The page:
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Key Concepts

  • Epidemiology

    • Since 1982, over 8000 pediatric heart transplants have been recorded in the Registry of the International Society of Heart and Lung Transplantation. The current number of reported pediatric heart transplants is about 450 per year, which originate in 80 global centers.

  • Indications

    • Heart transplantation is the most effective and often the only treatment for end-stage pediatric heart disease. Complex congenital heart disease is the main indication for heart transplantation in infants, whereas end-stage cardiomyopathy is the main indication after the first year of life.

  • Contraindications

    • The main contraindication is elevated pulmonary vascular resistance that is unresponsive to oxygen and vasodilators.

  • Techniques

    • Heart transplantation is performed using either biatrial or bicaval techniques, depending on the size of the recipient child. Graft procurement and implantation are modified to accommodate the specific anatomic variations present in recipients with congenital heart disease.

  • Outcomes

    • Mortality while waiting for a donor is 12 to 40 percent. The overall actuarial survival at 10 years is 66 percent. It is 74 percent for newborn recipients. Causes of mortality include graft rejection and failure, infection, cardiac allograft vasculopathy (CAV) (16 percent), and malignancy (8 percent).


The quest for clinical cardiac transplantation (CT) originated in research laboratories of the 1960s. Principal North American investigators included Norman Shumway and Richard Lower at Stanford University in California and Adrian Kantrowitz at Albert Einstein College of Medicine in New York, among others. While Shumway and Lower were focused on the potential for CT among adults, Kantrowitz’ studies were aimed at young infant recipients. At Stanford, investigators were learning the difficult balance between control of the host immune response and lethal opportunistic infections. Utilizing immunosuppressants of that era, adult laboratory animals were beginning to achieve survival of more than a year following orthotopic CT. In New York City, Kantrowitz observed that transplanted puppies experienced prolonged survival, even without immunosuppression. Then, unexpectedly, came news from Capetown, South Africa, that Christiaan Barnard and his team had accomplished the first clinical human CT.1 On December 3, 1967, 55-year-old Louis Washkansky underwent orthotopic CT. He died of pneumonia 18 days later, but the celebrated transplant stimulated global interest, and a bevy of similar transplants. The vast majority of these early recipients experienced abbreviated survival, dying of rejection, infection, or both.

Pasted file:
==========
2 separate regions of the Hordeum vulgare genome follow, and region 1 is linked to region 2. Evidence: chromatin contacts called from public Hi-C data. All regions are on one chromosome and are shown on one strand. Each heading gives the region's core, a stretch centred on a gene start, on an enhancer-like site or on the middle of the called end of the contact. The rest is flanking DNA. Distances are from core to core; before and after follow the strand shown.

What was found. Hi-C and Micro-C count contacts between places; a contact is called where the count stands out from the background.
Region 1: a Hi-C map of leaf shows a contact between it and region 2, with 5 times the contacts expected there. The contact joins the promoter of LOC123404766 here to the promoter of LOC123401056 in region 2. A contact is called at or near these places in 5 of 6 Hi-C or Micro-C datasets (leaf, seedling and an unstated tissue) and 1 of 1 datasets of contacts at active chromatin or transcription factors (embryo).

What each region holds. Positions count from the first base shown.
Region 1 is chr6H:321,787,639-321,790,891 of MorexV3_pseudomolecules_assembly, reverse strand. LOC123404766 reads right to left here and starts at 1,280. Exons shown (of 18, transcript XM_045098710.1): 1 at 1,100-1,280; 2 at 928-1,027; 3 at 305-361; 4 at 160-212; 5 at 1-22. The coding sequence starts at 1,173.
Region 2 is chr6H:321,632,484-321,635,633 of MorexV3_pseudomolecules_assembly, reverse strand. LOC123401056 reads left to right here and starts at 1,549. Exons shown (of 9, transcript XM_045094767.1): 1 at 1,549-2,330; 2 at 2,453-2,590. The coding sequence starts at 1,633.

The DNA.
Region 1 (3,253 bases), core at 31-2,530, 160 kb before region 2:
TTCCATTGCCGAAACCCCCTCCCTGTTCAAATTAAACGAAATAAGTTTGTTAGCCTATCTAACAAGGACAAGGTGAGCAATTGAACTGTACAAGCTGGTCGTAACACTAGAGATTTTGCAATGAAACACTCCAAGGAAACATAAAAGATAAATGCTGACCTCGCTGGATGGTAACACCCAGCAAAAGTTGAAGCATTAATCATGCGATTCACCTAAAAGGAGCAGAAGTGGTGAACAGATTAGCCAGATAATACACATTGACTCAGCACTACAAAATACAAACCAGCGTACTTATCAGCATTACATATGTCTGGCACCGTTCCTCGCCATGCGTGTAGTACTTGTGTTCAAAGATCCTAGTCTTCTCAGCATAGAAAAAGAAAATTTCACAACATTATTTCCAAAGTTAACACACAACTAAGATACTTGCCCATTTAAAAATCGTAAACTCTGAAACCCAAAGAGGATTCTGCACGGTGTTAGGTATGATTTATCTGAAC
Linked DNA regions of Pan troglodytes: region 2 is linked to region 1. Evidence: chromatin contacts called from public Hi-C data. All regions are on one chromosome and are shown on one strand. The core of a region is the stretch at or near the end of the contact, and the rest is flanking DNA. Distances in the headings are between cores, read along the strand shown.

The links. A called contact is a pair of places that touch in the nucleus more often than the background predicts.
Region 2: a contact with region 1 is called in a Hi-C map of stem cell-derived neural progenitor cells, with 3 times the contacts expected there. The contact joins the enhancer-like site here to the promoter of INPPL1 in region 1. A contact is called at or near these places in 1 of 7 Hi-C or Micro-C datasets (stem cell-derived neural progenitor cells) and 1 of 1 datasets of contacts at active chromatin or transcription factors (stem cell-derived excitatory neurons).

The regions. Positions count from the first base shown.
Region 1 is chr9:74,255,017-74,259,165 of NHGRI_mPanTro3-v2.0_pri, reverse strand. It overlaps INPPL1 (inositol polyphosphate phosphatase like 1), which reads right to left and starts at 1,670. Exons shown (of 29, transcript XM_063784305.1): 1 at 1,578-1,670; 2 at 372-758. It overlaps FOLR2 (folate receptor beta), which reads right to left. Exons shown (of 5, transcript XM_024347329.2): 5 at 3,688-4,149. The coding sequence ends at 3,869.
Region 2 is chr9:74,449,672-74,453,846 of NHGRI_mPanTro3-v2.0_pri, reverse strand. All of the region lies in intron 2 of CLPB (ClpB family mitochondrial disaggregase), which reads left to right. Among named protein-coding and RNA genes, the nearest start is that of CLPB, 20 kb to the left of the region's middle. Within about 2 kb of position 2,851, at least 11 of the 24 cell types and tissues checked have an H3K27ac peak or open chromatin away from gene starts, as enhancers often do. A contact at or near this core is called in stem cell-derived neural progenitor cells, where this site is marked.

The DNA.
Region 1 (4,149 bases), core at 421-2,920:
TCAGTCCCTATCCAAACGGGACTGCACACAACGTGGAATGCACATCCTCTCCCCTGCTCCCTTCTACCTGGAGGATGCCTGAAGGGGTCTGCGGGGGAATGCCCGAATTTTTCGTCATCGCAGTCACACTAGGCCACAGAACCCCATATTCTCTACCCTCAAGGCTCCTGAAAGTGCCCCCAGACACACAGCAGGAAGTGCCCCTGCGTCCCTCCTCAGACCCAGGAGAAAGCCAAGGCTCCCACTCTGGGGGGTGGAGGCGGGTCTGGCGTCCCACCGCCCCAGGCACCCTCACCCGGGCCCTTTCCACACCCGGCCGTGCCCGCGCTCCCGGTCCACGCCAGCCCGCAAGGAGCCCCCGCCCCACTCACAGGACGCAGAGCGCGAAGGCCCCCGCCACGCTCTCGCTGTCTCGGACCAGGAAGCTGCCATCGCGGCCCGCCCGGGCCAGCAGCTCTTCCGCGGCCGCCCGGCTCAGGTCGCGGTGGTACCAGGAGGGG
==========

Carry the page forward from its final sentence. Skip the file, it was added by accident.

Just 3 days after the South African transplant, the first infant (neonatal) CT was attempted by Kantrowitz. The heart of an anencephalic infant was transplanted “off-pump” (i.e., with surface-induced hypothermia alone), into a neonate with severe Ebstein anomaly. The baby appeared to have a satisfactory operative procedure, but died suddenly and without clear explanation 6.5 h later. Kantrowitz did not pursue pediatric CT, and it would be 16 years before neonatal CT was to be attempted again. With the advent of cyclosporine for selective control of the cellular immune response,2 clinical pediatric CT was successfully performed in the summer of 1984. Eric Rose, ...

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